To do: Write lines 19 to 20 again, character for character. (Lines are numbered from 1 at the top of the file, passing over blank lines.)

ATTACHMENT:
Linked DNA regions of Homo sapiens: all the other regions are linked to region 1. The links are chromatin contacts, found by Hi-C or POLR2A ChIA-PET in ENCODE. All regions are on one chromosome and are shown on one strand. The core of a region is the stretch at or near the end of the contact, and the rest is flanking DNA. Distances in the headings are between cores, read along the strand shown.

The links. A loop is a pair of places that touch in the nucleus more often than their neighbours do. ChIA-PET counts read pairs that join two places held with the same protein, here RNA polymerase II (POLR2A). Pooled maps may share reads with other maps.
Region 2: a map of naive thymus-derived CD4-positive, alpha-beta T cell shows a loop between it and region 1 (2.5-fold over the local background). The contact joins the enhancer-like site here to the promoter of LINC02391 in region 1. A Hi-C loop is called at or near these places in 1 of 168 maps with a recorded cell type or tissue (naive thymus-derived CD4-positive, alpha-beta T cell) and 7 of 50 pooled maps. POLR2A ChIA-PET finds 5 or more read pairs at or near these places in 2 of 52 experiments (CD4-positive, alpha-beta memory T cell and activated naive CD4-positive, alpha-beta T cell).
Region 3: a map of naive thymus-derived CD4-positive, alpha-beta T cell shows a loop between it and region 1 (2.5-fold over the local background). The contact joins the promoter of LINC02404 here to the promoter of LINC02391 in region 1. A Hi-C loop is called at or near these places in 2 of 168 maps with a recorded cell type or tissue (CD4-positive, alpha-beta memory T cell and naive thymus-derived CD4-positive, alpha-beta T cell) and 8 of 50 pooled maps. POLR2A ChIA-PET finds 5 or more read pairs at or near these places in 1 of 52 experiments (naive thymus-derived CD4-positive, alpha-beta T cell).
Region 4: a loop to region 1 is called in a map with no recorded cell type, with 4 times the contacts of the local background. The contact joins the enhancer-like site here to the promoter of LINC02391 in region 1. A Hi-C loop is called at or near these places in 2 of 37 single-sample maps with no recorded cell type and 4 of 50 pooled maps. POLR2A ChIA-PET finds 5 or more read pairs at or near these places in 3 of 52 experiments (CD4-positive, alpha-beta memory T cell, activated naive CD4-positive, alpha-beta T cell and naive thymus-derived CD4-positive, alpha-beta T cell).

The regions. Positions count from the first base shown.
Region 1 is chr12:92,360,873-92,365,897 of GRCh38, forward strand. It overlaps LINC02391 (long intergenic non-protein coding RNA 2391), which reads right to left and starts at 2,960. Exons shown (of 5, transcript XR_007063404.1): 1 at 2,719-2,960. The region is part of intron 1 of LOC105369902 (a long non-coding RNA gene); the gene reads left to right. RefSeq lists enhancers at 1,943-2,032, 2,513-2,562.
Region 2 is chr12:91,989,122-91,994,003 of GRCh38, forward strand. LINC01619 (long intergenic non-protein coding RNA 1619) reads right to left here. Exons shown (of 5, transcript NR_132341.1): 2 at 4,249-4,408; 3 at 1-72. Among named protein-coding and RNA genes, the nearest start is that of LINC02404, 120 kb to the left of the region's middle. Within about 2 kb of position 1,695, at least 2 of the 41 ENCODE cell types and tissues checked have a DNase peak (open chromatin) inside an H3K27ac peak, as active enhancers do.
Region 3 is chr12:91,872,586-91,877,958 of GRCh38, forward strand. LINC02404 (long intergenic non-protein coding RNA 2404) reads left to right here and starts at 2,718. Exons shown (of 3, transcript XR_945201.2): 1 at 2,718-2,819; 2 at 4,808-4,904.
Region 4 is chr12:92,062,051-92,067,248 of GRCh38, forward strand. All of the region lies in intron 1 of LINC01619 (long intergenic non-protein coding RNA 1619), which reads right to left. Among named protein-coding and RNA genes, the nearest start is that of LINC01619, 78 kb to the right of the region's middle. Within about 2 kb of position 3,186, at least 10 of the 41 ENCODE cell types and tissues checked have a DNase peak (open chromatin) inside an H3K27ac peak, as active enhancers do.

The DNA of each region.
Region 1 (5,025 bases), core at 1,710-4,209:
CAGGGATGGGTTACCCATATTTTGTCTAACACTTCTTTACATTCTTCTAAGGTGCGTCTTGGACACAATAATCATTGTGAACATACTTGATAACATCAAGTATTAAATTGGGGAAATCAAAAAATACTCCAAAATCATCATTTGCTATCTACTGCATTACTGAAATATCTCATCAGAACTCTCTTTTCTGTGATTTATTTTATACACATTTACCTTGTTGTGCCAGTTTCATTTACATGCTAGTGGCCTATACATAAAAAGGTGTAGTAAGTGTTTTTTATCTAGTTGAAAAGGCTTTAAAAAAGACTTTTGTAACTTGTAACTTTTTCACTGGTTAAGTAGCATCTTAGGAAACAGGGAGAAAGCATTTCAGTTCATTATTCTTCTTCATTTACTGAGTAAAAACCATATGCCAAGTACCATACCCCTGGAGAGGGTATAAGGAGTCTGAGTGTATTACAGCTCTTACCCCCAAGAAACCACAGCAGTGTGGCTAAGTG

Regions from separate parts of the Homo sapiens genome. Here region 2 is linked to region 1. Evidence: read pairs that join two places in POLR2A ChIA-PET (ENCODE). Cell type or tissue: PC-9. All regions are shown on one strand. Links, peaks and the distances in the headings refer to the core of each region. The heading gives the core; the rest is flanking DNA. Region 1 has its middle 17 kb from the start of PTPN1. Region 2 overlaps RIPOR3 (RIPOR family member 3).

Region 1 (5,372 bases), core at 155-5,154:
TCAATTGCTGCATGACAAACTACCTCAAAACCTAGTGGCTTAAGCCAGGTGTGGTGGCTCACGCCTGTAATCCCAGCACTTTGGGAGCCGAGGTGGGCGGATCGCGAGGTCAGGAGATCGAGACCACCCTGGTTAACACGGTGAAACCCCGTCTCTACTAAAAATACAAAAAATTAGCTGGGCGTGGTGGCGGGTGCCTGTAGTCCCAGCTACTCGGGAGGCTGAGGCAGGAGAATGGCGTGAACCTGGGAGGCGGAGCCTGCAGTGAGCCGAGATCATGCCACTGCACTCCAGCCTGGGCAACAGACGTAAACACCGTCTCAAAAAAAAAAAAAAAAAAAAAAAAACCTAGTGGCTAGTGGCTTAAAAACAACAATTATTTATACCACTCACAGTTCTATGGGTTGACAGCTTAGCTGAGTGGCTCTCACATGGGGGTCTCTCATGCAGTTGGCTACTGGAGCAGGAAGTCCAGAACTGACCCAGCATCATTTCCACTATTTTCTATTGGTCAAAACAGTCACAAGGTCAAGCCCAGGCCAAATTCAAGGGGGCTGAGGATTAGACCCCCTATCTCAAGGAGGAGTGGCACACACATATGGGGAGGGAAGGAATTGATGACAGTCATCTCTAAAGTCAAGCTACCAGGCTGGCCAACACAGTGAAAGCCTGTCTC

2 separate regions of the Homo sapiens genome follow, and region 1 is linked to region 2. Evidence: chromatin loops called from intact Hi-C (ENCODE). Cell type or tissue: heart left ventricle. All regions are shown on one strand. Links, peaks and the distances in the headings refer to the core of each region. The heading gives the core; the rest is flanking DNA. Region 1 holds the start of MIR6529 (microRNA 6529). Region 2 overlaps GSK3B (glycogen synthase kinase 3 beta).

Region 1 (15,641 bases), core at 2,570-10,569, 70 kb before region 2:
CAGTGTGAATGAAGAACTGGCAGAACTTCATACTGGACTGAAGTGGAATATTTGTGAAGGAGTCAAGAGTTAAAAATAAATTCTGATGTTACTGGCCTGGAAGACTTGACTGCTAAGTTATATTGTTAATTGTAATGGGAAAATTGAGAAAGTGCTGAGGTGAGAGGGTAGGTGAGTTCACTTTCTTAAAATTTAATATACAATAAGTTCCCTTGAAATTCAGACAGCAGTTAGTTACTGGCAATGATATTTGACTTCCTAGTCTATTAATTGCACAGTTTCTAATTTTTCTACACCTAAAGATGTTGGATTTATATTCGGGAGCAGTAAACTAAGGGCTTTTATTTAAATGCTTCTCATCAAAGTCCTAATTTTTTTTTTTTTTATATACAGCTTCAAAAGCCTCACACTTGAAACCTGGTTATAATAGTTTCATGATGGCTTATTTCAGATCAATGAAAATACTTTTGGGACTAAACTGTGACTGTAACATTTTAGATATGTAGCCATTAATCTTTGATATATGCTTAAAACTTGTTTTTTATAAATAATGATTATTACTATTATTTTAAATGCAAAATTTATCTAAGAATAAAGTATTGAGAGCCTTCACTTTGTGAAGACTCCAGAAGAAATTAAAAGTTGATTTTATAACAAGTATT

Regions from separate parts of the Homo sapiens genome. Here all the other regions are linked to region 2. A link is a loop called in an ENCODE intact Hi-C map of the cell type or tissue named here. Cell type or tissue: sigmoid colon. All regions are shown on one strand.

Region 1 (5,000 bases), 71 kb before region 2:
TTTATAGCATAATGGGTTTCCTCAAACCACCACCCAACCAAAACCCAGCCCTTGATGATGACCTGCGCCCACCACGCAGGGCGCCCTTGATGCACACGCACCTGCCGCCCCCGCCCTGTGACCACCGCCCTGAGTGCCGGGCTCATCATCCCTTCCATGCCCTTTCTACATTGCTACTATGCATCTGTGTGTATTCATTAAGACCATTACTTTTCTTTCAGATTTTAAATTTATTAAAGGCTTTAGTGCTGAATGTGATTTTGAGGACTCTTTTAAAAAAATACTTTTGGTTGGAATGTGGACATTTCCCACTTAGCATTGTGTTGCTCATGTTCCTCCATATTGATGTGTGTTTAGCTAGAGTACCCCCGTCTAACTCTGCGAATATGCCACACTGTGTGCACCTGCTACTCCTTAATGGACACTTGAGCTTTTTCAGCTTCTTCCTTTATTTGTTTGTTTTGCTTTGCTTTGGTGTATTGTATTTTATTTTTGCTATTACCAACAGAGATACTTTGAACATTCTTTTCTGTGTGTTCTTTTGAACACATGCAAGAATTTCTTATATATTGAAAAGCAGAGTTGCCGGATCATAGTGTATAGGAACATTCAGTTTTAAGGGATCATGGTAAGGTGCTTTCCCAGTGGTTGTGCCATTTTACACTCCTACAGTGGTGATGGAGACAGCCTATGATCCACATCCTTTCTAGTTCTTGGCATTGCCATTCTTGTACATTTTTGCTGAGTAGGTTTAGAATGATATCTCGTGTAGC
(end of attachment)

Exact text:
CAGTGTGAATGAAGAACTGGCAGAACTTCATACTGGACTGAAGTGGAATATTTGTGAAGGAGTCAAGAGTTAAAAATAAATTCTGATGTTACTGGCCTGGAAGACTTGACTGCTAAGTTATATTGTTAATTGTAATGGGAAAATTGAGAAAGTGCTGAGGTGAGAGGGTAGGTGAGTTCACTTTCTTAAAATTTAATATACAATAAGTTCCCTTGAAATTCAGACAGCAGTTAGTTACTGGCAATGATATTTGACTTCCTAGTCTATTAATTGCACAGTTTCTAATTTTTCTACACCTAAAGATGTTGGATTTATATTCGGGAGCAGTAAACTAAGGGCTTTTATTTAAATGCTTCTCATCAAAGTCCTAATTTTTTTTTTTTTTATATACAGCTTCAAAAGCCTCACACTTGAAACCTGGTTATAATAGTTTCATGATGGCTTATTTCAGATCAATGAAAATACTTTTGGGACTAAACTGTGACTGTAACATTTTAGATATGTAGCCATTAATCTTTGATATATGCTTAAAACTTGTTTTTTATAAATAATGATTATTACTATTATTTTAAATGCAAAATTTATCTAAGAATAAAGTATTGAGAGCCTTCACTTTGTGAAGACTCCAGAAGAAATTAAAAGTTGATTTTATAACAAGTATT

Regions from separate parts of the Homo sapiens genome. Here all the other regions are linked to region 2. A link is a loop called in an ENCODE intact Hi-C map of the cell type or tissue named here. Cell type or tissue: sigmoid colon. All regions are shown on one strand.